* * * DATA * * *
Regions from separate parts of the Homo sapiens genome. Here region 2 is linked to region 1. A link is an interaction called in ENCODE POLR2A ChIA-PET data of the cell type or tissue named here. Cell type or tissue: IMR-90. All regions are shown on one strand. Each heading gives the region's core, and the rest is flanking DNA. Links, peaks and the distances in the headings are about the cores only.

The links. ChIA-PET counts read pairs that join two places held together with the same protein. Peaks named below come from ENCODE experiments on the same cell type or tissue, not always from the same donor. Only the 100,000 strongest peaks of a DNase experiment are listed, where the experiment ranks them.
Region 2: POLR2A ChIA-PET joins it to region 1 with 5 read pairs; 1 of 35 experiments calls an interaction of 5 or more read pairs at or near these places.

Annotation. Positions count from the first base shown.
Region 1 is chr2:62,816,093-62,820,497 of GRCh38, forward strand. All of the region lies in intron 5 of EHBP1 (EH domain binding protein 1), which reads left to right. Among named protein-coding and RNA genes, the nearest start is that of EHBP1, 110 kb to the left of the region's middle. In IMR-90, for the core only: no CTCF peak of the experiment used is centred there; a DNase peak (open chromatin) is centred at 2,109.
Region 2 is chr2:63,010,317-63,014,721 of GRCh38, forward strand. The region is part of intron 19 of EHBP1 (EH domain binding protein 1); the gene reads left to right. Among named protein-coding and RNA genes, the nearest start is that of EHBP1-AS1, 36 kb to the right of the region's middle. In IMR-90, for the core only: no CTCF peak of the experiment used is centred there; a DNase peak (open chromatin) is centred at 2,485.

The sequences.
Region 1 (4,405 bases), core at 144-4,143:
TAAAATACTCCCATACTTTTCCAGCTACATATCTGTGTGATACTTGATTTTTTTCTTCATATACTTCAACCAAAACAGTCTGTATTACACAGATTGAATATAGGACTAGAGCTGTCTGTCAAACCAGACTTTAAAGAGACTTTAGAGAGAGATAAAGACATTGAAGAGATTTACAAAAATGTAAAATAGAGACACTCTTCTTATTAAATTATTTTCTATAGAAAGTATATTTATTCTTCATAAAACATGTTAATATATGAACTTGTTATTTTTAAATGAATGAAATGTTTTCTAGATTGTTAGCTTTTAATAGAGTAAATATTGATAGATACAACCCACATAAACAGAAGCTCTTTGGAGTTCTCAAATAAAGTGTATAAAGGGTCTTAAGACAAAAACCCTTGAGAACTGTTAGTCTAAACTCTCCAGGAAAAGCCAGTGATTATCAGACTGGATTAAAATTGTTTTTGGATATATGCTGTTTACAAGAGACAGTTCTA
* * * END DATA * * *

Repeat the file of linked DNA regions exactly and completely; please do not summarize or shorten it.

Regions from separate parts of the Homo sapiens genome. Here region 2 is linked to region 1. A link is an interaction called in ENCODE POLR2A ChIA-PET data of the cell type or tissue named here. Cell type or tissue: IMR-90. All regions are shown on one strand. Each heading gives the region's core, and the rest is flanking DNA. Links, peaks and the distances in the headings are about the cores only.

The links. ChIA-PET counts read pairs that join two places held together with the same protein. Peaks named below come from ENCODE experiments on the same cell type or tissue, not always from the same donor. Only the 100,000 strongest peaks of a DNase experiment are listed, where the experiment ranks them.
Region 2: POLR2A ChIA-PET joins it to region 1 with 5 read pairs; 1 of 35 experiments calls an interaction of 5 or more read pairs at or near these places.

Annotation. Positions count from the first base shown.
Region 1 is chr2:62,816,093-62,820,497 of GRCh38, forward strand. All of the region lies in intron 5 of EHBP1 (EH domain binding protein 1), which reads left to right. Among named protein-coding and RNA genes, the nearest start is that of EHBP1, 110 kb to the left of the region's middle. In IMR-90, for the core only: no CTCF peak of the experiment used is centred there; a DNase peak (open chromatin) is centred at 2,109.
Region 2 is chr2:63,010,317-63,014,721 of GRCh38, forward strand. The region is part of intron 19 of EHBP1 (EH domain binding protein 1); the gene reads left to right. Among named protein-coding and RNA genes, the nearest start is that of EHBP1-AS1, 36 kb to the right of the region's middle. In IMR-90, for the core only: no CTCF peak of the experiment used is centred there; a DNase peak (open chromatin) is centred at 2,485.

The sequences.
Region 1 (4,405 bases), core at 144-4,143:
TAAAATACTCCCATACTTTTCCAGCTACATATCTGTGTGATACTTGATTTTTTTCTTCATATACTTCAACCAAAACAGTCTGTATTACACAGATTGAATATAGGACTAGAGCTGTCTGTCAAACCAGACTTTAAAGAGACTTTAGAGAGAGATAAAGACATTGAAGAGATTTACAAAAATGTAAAATAGAGACACTCTTCTTATTAAATTATTTTCTATAGAAAGTATATTTATTCTTCATAAAACATGTTAATATATGAACTTGTTATTTTTAAATGAATGAAATGTTTTCTAGATTGTTAGCTTTTAATAGAGTAAATATTGATAGATACAACCCACATAAACAGAAGCTCTTTGGAGTTCTCAAATAAAGTGTATAAAGGGTCTTAAGACAAAAACCCTTGAGAACTGTTAGTCTAAACTCTCCAGGAAAAGCCAGTGATTATCAGACTGGATTAAAATTGTTTTTGGATATATGCTGTTTACAAGAGACAGTTCTA